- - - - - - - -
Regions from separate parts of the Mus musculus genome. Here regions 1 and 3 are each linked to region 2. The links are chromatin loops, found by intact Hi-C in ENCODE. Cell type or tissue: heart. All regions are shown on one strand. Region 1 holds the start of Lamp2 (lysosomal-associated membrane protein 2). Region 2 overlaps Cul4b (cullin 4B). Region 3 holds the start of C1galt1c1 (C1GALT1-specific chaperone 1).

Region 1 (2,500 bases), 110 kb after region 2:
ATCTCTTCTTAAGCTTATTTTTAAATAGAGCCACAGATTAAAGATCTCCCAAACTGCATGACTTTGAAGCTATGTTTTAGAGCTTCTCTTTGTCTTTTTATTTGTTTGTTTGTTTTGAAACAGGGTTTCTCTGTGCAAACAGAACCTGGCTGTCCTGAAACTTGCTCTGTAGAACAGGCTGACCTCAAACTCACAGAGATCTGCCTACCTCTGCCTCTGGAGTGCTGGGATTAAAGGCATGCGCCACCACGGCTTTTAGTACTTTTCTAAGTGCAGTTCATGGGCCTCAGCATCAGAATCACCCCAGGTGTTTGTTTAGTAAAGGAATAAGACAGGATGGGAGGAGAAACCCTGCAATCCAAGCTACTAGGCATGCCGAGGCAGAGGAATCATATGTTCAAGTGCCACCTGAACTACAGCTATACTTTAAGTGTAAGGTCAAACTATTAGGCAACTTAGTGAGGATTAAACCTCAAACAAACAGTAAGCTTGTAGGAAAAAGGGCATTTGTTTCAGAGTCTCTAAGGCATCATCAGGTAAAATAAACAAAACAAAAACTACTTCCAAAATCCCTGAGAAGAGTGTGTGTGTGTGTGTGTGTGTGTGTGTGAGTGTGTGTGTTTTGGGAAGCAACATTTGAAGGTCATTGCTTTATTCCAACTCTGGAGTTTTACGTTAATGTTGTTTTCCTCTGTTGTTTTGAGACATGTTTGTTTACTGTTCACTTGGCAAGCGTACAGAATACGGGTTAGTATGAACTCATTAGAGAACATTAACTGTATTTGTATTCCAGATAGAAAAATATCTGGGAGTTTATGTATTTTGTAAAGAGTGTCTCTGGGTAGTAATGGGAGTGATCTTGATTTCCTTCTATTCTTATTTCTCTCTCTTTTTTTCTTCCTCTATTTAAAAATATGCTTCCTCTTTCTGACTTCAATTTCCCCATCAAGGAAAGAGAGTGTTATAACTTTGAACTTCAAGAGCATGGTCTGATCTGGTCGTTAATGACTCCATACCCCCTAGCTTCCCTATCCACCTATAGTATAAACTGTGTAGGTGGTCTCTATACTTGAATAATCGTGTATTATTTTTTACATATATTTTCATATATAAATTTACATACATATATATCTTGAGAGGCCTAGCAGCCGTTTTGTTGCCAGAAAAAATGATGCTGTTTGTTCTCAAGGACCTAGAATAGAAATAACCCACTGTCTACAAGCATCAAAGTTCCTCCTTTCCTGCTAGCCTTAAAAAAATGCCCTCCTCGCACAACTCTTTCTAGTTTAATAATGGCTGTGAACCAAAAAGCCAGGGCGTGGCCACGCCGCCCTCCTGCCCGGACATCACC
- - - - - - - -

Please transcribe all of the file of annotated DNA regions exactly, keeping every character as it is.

Regions from separate parts of the Mus musculus genome. Here regions 1 and 3 are each linked to region 2. The links are chromatin loops, found by intact Hi-C in ENCODE. Cell type or tissue: heart. All regions are shown on one strand. Region 1 holds the start of Lamp2 (lysosomal-associated membrane protein 2). Region 2 overlaps Cul4b (cullin 4B). Region 3 holds the start of C1galt1c1 (C1GALT1-specific chaperone 1).

Region 1 (2,500 bases), 110 kb after region 2:
ATCTCTTCTTAAGCTTATTTTTAAATAGAGCCACAGATTAAAGATCTCCCAAACTGCATGACTTTGAAGCTATGTTTTAGAGCTTCTCTTTGTCTTTTTATTTGTTTGTTTGTTTTGAAACAGGGTTTCTCTGTGCAAACAGAACCTGGCTGTCCTGAAACTTGCTCTGTAGAACAGGCTGACCTCAAACTCACAGAGATCTGCCTACCTCTGCCTCTGGAGTGCTGGGATTAAAGGCATGCGCCACCACGGCTTTTAGTACTTTTCTAAGTGCAGTTCATGGGCCTCAGCATCAGAATCACCCCAGGTGTTTGTTTAGTAAAGGAATAAGACAGGATGGGAGGAGAAACCCTGCAATCCAAGCTACTAGGCATGCCGAGGCAGAGGAATCATATGTTCAAGTGCCACCTGAACTACAGCTATACTTTAAGTGTAAGGTCAAACTATTAGGCAACTTAGTGAGGATTAAACCTCAAACAAACAGTAAGCTTGTAGGAAAAAGGGCATTTGTTTCAGAGTCTCTAAGGCATCATCAGGTAAAATAAACAAAACAAAAACTACTTCCAAAATCCCTGAGAAGAGTGTGTGTGTGTGTGTGTGTGTGTGTGTGAGTGTGTGTGTTTTGGGAAGCAACATTTGAAGGTCATTGCTTTATTCCAACTCTGGAGTTTTACGTTAATGTTGTTTTCCTCTGTTGTTTTGAGACATGTTTGTTTACTGTTCACTTGGCAAGCGTACAGAATACGGGTTAGTATGAACTCATTAGAGAACATTAACTGTATTTGTATTCCAGATAGAAAAATATCTGGGAGTTTATGTATTTTGTAAAGAGTGTCTCTGGGTAGTAATGGGAGTGATCTTGATTTCCTTCTATTCTTATTTCTCTCTCTTTTTTTCTTCCTCTATTTAAAAATATGCTTCCTCTTTCTGACTTCAATTTCCCCATCAAGGAAAGAGAGTGTTATAACTTTGAACTTCAAGAGCATGGTCTGATCTGGTCGTTAATGACTCCATACCCCCTAGCTTCCCTATCCACCTATAGTATAAACTGTGTAGGTGGTCTCTATACTTGAATAATCGTGTATTATTTTTTACATATATTTTCATATATAAATTTACATACATATATATCTTGAGAGGCCTAGCAGCCGTTTTGTTGCCAGAAAAAATGATGCTGTTTGTTCTCAAGGACCTAGAATAGAAATAACCCACTGTCTACAAGCATCAAAGTTCCTCCTTTCCTGCTAGCCTTAAAAAAATGCCCTCCTCGCACAACTCTTTCTAGTTTAATAATGGCTGTGAACCAAAAAGCCAGGGCGTGGCCACGCCGCCCTCCTGCCCGGACATCACC